With the pacing and intrigue of a thriller, Going to War is the fullest, most detailed account yet of the U.S.-led march to war in Iraq. Veteran editor and reporter Russ Hoyle has pieced together the whole complicated story, from the Bush administration’s aggressive twisting of intelligence about Saddam Hussein’s alleged weapons of mass destruction (WMD) to its manipulation of Congress and a compliant media in order to “sell” the war to a frightened nation.
Hoyle takes us inside the White House and intelligence agencies, where we witness internal debates that took place within the Oval Office, the Office of the Vice President, the Pentagon, and the CIA after 9/11 and in the months leading up to the war. He describes the furtive steps of the White House Iraq Group—including Condoleezza Rice, Karl Rove, Scooter Libby, Karen Hughes, and their militant neoconservative enablers—who maneuvered with Vice President Cheney to promote unfounded intelligence about Iraqi WMD and pressure the CIA to tailor its analysis to fit President Bush’s war policy.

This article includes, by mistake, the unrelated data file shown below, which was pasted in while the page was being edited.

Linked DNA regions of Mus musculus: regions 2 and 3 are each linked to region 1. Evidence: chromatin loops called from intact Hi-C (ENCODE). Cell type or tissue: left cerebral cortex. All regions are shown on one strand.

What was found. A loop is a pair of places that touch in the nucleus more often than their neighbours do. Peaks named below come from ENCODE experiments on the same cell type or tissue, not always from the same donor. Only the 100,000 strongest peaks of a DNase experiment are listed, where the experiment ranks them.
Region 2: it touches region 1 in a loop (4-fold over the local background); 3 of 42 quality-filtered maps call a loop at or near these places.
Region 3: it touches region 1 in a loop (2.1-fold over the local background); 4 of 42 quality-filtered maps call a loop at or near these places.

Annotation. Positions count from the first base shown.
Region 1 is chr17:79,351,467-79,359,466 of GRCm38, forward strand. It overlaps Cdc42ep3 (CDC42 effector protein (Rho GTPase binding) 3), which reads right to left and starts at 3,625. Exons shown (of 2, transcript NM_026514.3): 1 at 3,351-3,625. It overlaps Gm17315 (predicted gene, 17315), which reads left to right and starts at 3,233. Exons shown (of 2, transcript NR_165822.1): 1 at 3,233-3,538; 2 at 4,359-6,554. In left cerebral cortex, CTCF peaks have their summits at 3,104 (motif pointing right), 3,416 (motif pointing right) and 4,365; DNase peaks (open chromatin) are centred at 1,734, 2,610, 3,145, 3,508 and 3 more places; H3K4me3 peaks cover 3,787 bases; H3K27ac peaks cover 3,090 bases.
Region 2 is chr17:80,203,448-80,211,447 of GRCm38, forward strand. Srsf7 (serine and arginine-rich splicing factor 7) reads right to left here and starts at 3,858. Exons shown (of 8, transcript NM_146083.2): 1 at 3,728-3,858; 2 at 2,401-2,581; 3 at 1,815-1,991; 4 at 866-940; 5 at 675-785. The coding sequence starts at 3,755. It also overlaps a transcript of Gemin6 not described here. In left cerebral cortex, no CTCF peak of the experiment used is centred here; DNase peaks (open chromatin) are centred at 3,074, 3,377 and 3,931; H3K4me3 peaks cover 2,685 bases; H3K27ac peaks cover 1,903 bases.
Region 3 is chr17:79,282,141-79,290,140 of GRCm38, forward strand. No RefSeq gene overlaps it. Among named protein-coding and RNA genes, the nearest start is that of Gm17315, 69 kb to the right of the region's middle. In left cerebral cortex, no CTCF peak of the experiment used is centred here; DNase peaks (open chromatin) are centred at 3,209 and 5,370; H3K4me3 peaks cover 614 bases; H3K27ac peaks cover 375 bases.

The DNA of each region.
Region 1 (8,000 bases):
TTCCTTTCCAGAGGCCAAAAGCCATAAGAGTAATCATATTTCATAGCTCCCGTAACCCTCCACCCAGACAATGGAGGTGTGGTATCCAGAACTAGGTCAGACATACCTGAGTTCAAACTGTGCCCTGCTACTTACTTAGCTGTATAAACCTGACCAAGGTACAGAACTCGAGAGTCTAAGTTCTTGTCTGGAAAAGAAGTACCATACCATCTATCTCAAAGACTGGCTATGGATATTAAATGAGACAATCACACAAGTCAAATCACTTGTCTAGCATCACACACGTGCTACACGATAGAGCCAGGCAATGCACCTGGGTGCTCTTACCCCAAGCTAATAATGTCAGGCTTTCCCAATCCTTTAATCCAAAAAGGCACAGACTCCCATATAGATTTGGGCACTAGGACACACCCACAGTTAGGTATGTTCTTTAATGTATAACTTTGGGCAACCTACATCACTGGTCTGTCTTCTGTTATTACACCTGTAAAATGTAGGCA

We also learn about the propaganda campaign waged by Iraqi exile leader Ahmed Chalabi and the Iraqi National Congress; Tony Blair’s role in pushing the White House to use Saddam’s WMD as a rationale for war, as revealed in classified British government documents; the behind-the-scenes story of Colin Powell’s televised presentation to the United Nations in the months before the U.S.-led attack; the truth behind the Niger yellowcake affair and the administration’s vendetta against Ambassador Joseph Wilson in leaking the identity of his wife, Valerie Plame Wilson, as a covert CIA agent; and the grand jury investigation that led to the dramatic jailing of New York Times reporter Judith Miller and the conviction of Cheney’s chief of staff, Scooter Libby.
This is the most definitive and comprehensive portrayal to date of the forces that led us into Iraq. Hoyle helps us understand how the American public was deceived and dragged into a war whose end is nowhere in sight. Going to War tells a story that is destined to join the ranks of the great follies of U.S. diplomatic and political history.